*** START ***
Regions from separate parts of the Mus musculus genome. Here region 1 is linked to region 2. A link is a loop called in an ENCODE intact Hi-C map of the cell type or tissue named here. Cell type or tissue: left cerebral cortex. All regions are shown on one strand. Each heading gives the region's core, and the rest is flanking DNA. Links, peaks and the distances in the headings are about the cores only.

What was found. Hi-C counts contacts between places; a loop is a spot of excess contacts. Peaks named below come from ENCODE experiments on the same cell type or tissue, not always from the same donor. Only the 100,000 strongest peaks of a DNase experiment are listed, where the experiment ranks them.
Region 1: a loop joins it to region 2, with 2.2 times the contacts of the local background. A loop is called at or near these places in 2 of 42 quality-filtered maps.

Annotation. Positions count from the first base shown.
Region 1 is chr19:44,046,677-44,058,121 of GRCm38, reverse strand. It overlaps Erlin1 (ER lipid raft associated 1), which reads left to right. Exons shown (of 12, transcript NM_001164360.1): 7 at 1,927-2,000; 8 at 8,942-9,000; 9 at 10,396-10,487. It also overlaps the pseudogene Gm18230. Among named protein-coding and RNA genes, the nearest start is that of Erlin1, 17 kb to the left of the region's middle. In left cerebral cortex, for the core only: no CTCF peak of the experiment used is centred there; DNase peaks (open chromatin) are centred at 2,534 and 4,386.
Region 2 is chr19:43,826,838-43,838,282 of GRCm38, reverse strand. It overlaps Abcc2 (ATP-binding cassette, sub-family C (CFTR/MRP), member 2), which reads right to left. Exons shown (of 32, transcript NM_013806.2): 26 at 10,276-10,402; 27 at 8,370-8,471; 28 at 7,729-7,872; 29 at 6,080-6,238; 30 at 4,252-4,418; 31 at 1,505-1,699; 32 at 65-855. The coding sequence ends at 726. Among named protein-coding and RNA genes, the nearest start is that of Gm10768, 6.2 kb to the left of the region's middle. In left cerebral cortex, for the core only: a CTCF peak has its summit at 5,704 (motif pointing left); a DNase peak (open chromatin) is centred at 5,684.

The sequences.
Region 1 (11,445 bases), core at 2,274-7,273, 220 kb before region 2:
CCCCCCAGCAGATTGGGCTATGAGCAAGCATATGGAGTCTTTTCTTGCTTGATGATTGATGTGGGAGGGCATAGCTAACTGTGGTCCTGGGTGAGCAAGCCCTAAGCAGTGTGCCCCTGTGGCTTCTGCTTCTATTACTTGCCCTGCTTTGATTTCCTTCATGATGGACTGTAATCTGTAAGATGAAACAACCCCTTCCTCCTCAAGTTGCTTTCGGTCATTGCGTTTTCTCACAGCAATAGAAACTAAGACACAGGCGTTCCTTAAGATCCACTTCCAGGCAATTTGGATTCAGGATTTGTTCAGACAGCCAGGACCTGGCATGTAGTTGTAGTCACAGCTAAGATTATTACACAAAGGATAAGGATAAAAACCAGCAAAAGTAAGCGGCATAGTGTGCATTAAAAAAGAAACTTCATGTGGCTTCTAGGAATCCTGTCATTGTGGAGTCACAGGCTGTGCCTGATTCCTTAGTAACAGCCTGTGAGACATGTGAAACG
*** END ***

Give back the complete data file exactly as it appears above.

Regions from separate parts of the Mus musculus genome. Here region 1 is linked to region 2. A link is a loop called in an ENCODE intact Hi-C map of the cell type or tissue named here. Cell type or tissue: left cerebral cortex. All regions are shown on one strand. Each heading gives the region's core, and the rest is flanking DNA. Links, peaks and the distances in the headings are about the cores only.

What was found. Hi-C counts contacts between places; a loop is a spot of excess contacts. Peaks named below come from ENCODE experiments on the same cell type or tissue, not always from the same donor. Only the 100,000 strongest peaks of a DNase experiment are listed, where the experiment ranks them.
Region 1: a loop joins it to region 2, with 2.2 times the contacts of the local background. A loop is called at or near these places in 2 of 42 quality-filtered maps.

Annotation. Positions count from the first base shown.
Region 1 is chr19:44,046,677-44,058,121 of GRCm38, reverse strand. It overlaps Erlin1 (ER lipid raft associated 1), which reads left to right. Exons shown (of 12, transcript NM_001164360.1): 7 at 1,927-2,000; 8 at 8,942-9,000; 9 at 10,396-10,487. It also overlaps the pseudogene Gm18230. Among named protein-coding and RNA genes, the nearest start is that of Erlin1, 17 kb to the left of the region's middle. In left cerebral cortex, for the core only: no CTCF peak of the experiment used is centred there; DNase peaks (open chromatin) are centred at 2,534 and 4,386.
Region 2 is chr19:43,826,838-43,838,282 of GRCm38, reverse strand. It overlaps Abcc2 (ATP-binding cassette, sub-family C (CFTR/MRP), member 2), which reads right to left. Exons shown (of 32, transcript NM_013806.2): 26 at 10,276-10,402; 27 at 8,370-8,471; 28 at 7,729-7,872; 29 at 6,080-6,238; 30 at 4,252-4,418; 31 at 1,505-1,699; 32 at 65-855. The coding sequence ends at 726. Among named protein-coding and RNA genes, the nearest start is that of Gm10768, 6.2 kb to the left of the region's middle. In left cerebral cortex, for the core only: a CTCF peak has its summit at 5,704 (motif pointing left); a DNase peak (open chromatin) is centred at 5,684.

The sequences.
Region 1 (11,445 bases), core at 2,274-7,273, 220 kb before region 2:
CCCCCCAGCAGATTGGGCTATGAGCAAGCATATGGAGTCTTTTCTTGCTTGATGATTGATGTGGGAGGGCATAGCTAACTGTGGTCCTGGGTGAGCAAGCCCTAAGCAGTGTGCCCCTGTGGCTTCTGCTTCTATTACTTGCCCTGCTTTGATTTCCTTCATGATGGACTGTAATCTGTAAGATGAAACAACCCCTTCCTCCTCAAGTTGCTTTCGGTCATTGCGTTTTCTCACAGCAATAGAAACTAAGACACAGGCGTTCCTTAAGATCCACTTCCAGGCAATTTGGATTCAGGATTTGTTCAGACAGCCAGGACCTGGCATGTAGTTGTAGTCACAGCTAAGATTATTACACAAAGGATAAGGATAAAAACCAGCAAAAGTAAGCGGCATAGTGTGCATTAAAAAAGAAACTTCATGTGGCTTCTAGGAATCCTGTCATTGTGGAGTCACAGGCTGTGCCTGATTCCTTAGTAACAGCCTGTGAGACATGTGAAACG